Neuromuscular disorders are characterised by muscle weakness that limits upper extremity mobility, but can be alleviated with dynamic arm support devices. Current research highlights the importance and difficulties of evidence-based recommendations for device development. We aim to provide research recommendations primarily concerning upper extremity body functions, and secondarily activity and participation, environmental and personal factors.
Evidence was synthesised from literature, ongoing studies, and expert opinions and tabulated within a framework based on a combination of the International Classification of Functioning, Disability and Health (ICF) model and contextual constructs.
Current literature mostly investigated the motor capacity of muscle function, joint mobility, and upper body functionality, and a few studies also addressed the impact on activity and participation. In addition, experts considered knowledge on device utilisation in the daily environment and characterising the beneficiaries better as important. Knowledge gaps showed that ICF model components and contextual constructs should be better integrated and more actively included in future research.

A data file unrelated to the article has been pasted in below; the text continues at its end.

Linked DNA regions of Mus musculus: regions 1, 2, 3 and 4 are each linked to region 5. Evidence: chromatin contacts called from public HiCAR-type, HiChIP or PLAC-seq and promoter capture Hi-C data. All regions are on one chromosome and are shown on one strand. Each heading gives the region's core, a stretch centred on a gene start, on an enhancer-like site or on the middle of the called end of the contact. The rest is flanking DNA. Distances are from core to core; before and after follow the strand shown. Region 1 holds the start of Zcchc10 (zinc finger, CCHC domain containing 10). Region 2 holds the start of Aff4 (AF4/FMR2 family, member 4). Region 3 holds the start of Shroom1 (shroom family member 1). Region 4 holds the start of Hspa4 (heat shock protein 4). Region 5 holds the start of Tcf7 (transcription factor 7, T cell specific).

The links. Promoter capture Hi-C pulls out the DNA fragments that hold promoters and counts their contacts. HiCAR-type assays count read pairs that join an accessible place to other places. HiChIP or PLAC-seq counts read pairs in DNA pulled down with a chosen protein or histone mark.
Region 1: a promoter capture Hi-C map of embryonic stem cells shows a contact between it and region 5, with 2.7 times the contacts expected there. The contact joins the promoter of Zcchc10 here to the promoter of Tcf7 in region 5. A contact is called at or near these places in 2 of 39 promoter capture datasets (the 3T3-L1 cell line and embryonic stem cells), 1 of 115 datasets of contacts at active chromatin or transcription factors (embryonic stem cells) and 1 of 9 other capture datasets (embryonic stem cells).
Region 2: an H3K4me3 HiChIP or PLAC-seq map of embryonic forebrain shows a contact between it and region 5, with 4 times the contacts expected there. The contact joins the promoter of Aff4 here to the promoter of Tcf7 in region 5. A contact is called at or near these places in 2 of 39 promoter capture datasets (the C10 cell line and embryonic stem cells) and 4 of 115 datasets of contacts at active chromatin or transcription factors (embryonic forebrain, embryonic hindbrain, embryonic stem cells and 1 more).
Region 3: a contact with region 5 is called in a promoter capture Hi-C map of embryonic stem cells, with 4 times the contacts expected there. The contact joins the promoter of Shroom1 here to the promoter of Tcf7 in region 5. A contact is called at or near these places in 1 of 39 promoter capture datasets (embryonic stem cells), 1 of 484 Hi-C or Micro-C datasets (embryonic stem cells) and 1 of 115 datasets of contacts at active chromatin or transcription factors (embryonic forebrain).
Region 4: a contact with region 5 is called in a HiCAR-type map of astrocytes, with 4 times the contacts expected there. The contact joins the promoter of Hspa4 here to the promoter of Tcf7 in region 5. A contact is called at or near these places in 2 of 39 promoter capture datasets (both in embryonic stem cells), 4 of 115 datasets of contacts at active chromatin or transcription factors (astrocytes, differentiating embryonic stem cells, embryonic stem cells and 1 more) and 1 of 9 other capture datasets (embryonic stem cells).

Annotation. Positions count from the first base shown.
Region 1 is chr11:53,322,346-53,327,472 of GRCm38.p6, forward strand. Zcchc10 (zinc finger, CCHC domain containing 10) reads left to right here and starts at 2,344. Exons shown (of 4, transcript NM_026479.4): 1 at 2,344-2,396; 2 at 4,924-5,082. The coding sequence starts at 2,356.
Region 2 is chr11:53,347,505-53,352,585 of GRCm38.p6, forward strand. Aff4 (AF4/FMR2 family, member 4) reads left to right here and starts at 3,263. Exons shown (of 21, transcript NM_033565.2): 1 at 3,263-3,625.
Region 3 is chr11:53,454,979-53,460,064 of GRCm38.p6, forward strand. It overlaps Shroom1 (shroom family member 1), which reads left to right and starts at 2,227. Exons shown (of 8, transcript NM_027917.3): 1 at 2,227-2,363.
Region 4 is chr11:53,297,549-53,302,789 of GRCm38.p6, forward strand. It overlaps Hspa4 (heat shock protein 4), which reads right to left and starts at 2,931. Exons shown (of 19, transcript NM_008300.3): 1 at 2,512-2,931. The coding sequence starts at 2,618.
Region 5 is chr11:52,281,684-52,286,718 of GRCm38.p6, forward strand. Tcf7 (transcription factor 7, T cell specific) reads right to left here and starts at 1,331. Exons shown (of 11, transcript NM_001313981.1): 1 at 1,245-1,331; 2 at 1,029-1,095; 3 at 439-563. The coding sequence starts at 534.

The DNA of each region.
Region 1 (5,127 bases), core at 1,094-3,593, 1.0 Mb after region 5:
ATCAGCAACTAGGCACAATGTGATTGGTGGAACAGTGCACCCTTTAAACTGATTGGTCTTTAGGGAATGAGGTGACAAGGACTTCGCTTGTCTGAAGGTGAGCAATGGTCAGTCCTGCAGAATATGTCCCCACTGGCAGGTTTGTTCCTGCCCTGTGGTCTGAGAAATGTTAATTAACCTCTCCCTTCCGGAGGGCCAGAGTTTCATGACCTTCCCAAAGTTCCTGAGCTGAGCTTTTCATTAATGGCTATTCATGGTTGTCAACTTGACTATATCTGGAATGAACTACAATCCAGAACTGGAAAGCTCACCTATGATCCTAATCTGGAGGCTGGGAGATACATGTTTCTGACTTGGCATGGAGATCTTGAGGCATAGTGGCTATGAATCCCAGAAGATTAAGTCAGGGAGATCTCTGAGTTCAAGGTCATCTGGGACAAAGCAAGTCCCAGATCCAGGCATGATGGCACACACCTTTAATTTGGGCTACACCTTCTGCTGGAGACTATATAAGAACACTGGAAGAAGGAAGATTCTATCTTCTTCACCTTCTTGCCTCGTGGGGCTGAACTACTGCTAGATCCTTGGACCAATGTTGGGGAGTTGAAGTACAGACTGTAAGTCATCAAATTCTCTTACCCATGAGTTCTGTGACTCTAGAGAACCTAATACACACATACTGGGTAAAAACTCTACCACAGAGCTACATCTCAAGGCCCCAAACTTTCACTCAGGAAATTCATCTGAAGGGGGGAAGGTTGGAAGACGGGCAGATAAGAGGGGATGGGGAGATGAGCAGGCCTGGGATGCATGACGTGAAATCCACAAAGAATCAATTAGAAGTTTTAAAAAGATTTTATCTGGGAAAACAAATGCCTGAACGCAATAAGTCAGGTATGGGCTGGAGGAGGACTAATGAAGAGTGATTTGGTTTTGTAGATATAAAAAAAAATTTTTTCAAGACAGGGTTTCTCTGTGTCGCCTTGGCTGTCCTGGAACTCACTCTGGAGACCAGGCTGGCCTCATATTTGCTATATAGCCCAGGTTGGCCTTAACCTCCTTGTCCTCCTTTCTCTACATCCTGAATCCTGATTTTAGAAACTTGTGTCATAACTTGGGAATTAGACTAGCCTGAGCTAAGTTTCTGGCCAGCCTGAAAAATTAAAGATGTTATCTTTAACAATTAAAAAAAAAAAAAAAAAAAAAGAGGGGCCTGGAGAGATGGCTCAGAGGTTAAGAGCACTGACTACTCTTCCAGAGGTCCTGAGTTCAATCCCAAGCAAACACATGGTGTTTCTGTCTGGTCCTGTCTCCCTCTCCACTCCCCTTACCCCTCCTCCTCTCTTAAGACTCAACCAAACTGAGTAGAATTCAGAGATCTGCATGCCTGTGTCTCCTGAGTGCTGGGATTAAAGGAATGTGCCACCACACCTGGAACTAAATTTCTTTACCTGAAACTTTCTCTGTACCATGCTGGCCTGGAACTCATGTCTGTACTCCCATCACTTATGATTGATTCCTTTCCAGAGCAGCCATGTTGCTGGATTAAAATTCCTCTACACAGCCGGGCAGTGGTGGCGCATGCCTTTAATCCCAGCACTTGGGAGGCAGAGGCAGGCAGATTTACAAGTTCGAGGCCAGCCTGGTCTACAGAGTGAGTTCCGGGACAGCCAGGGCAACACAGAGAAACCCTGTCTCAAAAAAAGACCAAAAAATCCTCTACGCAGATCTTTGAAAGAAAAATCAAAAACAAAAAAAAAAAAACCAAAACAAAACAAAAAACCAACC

It is recommended to, first, integrate multiple ICF model components and contextual constructs within one study design. Second, include the influence of environmental and personal factors when developing and deploying a device. Third, include short-term and long-term measurements to monitor adaptations over time. Finally, include user satisfaction as guidance to evaluate the device effectiveness.